Research with CP. Water based adapted exercises aids in

Research purpose – The purpose of this study
was to determine how aquatic exercise interventions effect gross motor function
and aquatic skills in children with cerebral palsy (CP).


Research background – CP is
the most common disability among children, it is a disorder that is caused by
damage/abnormal development of an infant’s brain. This results in a lack of
motor control and muscular coordination. Characteristics of CP include, but are
not limited to, abnormal muscle tone, spasticity, dyskinesia, dystonia,
athetoid movements, issues with balance and diminished selective (gross and
fine) motor control. Aquatic exercise is commonly used as a supplement to physical
therapy to manage the condition. Buoyancy has been found to relieve the weight
bearing effects on the joints by reducing the force of gravity experienced by
individuals with CP. Water based adapted exercises aids in the relief of pain,
muscle spasms, maintaining and increasing range of motion, strengthening weak
muscles, reeducating paralyzed muscles, improving circulation, lung function
and speech in addition to aiding in the maintain/improvement of balance,
coordination and posture. However, there is a lack of evidence-based studies
that document the effects of this form of treatment in children with CP.

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Research methods:

Design – 6-week intervention study


Setting – swimming pool of the Sports Centre “?air” in
Niš, Serbia


Participants – 29 children with CP ages
5-14 (27 completed the study but 2 had to stop because of illness). The
inclusion criteria consisted of five components – participants to be between
the age of 5-14 years, ability to understand instructions, no medical contra-indications
present, no botulinum toxin treatment or surgery within the past 3 months and
written parental approval.


Interventions – The children were split
into 2 groups; the aquatic intervention group which had 14 participants and the
control group which had 13 participants. The children within the aquatic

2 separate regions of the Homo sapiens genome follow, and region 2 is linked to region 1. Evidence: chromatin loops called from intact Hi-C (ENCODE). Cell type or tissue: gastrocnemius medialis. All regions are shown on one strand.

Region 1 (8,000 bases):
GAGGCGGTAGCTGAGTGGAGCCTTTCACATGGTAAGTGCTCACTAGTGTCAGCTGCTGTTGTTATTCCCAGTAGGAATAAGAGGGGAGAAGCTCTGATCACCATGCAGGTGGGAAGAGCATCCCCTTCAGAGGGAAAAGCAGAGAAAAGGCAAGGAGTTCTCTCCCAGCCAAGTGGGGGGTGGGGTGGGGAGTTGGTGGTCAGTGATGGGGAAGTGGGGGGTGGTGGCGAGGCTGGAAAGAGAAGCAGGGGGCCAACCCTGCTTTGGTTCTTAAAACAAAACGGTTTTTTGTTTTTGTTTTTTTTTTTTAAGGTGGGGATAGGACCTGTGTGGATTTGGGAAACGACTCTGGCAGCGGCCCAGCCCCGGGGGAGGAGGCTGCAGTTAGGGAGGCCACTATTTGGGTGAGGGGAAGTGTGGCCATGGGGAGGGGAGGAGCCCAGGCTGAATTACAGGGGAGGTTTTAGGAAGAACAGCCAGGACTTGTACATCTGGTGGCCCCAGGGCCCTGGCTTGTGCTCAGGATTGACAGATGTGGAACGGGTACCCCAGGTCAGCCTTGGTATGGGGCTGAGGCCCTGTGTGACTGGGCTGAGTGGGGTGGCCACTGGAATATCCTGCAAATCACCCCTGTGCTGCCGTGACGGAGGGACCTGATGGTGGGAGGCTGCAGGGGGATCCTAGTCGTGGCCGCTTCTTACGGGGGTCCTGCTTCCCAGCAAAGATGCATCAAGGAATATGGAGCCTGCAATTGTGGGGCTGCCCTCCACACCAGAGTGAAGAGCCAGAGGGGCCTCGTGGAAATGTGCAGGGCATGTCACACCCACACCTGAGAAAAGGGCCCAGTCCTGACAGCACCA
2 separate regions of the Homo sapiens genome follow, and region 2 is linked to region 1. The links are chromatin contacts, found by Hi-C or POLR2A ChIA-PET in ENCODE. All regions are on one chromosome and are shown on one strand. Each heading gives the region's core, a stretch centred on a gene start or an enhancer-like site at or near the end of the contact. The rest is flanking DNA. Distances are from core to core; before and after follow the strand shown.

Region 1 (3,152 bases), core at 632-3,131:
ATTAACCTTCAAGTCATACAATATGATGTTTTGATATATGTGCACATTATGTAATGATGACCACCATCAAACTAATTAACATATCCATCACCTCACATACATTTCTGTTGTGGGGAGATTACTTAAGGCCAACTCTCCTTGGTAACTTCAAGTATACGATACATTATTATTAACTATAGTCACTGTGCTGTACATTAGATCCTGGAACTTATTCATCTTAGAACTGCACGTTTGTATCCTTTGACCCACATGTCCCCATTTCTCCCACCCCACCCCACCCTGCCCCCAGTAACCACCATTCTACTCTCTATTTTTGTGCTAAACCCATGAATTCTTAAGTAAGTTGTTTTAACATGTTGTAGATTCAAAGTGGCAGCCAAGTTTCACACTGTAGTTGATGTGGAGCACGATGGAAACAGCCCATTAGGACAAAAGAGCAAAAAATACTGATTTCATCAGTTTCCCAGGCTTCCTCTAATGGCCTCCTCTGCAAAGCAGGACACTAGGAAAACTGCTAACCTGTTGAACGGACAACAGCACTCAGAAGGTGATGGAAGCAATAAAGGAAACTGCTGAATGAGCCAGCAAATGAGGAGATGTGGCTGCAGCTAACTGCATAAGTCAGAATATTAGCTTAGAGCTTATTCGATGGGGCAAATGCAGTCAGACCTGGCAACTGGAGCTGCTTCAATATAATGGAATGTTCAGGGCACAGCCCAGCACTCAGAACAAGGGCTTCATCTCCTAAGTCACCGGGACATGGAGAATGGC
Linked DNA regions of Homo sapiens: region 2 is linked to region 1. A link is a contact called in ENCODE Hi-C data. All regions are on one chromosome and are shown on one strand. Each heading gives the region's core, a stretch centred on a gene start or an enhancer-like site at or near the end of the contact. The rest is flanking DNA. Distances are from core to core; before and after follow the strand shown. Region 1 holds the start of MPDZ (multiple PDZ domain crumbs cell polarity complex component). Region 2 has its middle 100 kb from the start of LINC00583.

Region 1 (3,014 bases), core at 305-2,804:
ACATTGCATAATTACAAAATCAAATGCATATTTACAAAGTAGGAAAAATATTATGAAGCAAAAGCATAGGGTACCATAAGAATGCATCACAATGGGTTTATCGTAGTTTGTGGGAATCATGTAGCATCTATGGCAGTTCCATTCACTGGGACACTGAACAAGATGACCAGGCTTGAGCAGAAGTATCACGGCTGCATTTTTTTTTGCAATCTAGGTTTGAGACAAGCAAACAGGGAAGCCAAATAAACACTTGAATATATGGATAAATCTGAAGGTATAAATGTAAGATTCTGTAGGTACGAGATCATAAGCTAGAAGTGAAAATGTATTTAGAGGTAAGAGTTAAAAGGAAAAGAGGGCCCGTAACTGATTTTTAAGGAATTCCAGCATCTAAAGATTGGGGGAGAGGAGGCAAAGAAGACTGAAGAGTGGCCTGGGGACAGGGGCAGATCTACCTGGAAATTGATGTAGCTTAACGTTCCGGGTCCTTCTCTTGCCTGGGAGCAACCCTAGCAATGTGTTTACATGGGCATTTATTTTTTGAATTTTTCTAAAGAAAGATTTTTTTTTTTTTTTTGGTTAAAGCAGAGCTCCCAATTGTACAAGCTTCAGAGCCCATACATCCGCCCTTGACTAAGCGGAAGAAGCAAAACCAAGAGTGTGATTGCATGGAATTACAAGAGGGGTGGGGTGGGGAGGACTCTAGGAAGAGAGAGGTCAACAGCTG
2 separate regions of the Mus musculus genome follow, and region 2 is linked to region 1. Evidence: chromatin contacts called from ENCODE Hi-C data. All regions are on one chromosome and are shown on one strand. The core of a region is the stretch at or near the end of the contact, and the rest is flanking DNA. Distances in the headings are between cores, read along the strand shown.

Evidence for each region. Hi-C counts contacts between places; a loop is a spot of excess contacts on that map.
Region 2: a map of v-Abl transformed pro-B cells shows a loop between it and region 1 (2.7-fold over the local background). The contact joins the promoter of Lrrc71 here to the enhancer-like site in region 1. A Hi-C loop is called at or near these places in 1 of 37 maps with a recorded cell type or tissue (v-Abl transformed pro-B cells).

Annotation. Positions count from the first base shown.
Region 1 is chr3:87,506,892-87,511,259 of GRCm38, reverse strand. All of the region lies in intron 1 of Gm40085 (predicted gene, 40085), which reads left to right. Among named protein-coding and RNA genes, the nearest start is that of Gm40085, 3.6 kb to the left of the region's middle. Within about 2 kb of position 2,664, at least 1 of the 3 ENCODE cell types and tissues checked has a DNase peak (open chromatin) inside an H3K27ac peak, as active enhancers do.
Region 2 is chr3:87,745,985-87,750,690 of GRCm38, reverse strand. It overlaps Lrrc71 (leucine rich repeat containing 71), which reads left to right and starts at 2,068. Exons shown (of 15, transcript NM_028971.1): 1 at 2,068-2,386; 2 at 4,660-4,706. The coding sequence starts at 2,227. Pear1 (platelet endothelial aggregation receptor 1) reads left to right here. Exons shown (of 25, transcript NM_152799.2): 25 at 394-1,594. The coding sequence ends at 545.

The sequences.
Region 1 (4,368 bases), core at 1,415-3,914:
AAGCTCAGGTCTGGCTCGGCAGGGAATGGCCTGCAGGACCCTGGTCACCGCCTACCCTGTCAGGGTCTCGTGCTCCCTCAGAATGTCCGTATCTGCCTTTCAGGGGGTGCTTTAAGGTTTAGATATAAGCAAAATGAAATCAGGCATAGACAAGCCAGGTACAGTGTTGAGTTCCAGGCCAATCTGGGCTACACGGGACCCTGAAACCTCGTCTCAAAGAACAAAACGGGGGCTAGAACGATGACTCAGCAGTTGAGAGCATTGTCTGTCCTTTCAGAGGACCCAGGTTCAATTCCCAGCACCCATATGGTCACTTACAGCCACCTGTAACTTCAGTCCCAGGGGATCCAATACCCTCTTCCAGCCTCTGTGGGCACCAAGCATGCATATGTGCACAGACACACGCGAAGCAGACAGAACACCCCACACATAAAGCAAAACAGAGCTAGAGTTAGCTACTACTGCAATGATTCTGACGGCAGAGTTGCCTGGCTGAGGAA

intervention group partook in a 55-minute swimming program which met 2 times
per week, for 6 weeks. The sessions consisted of one-on-one instruction, which
was broken down into 10 minutes of a light warm up, which included walking and
jumping in the pool, 40 minutes of exercise swimming techniques (i.e. free
style, back stroke, diving, etc.), and 5 minutes of free play/cool down (i.e.,
ball based or chase based games).


Dependent variables – gross
motor function, aquatic skills.


Outcome measures – The Gross Motor Function Measure (GMFM) for motor
function and the Water Orientation Test Alyn 2 (WOTA 2) for aquatic skills


Main results – There was a significant increase in gross
motor function (GMFM) in the aquatic intervention group, after 6 weeks. The
control group remained the same throughout the program.


weeks following the completion of the study, the subjects were asked to return
to complete a follow-up test. The children from the aquatic group did not
participate in any aquatic exercise, in the three weeks following the study, therefore
their results returned to their baselines.


significant improvement was observed in the secondary assessment of WOTA 2. With
respect to the aquatic exercise group, there was a significant increase in
aquatic skills acquirement, after six weeks. Unlike the GMFM, the aquatic skill
scores remained the same when retested 3 weeks after the completion of the
intervention. Thus, it was concluded that aquatic skills such as mental
adaptations and balance are more sustainable for children with CP than gross
motor function.


Conclusions –The subjects were not a part of the healthy
population, rather a group of individuals effected by a severe neurological
disorder which in turn affects their motor capabilities, the study concluded
that a 6-week program is not a long enough intervention to produce lasting
effects. Whereas in a healthy population, it might be.


Clinical implications – Longer intervention studies must be performed
in order to assess permanent adaptations in gross motor function in children
with CP.



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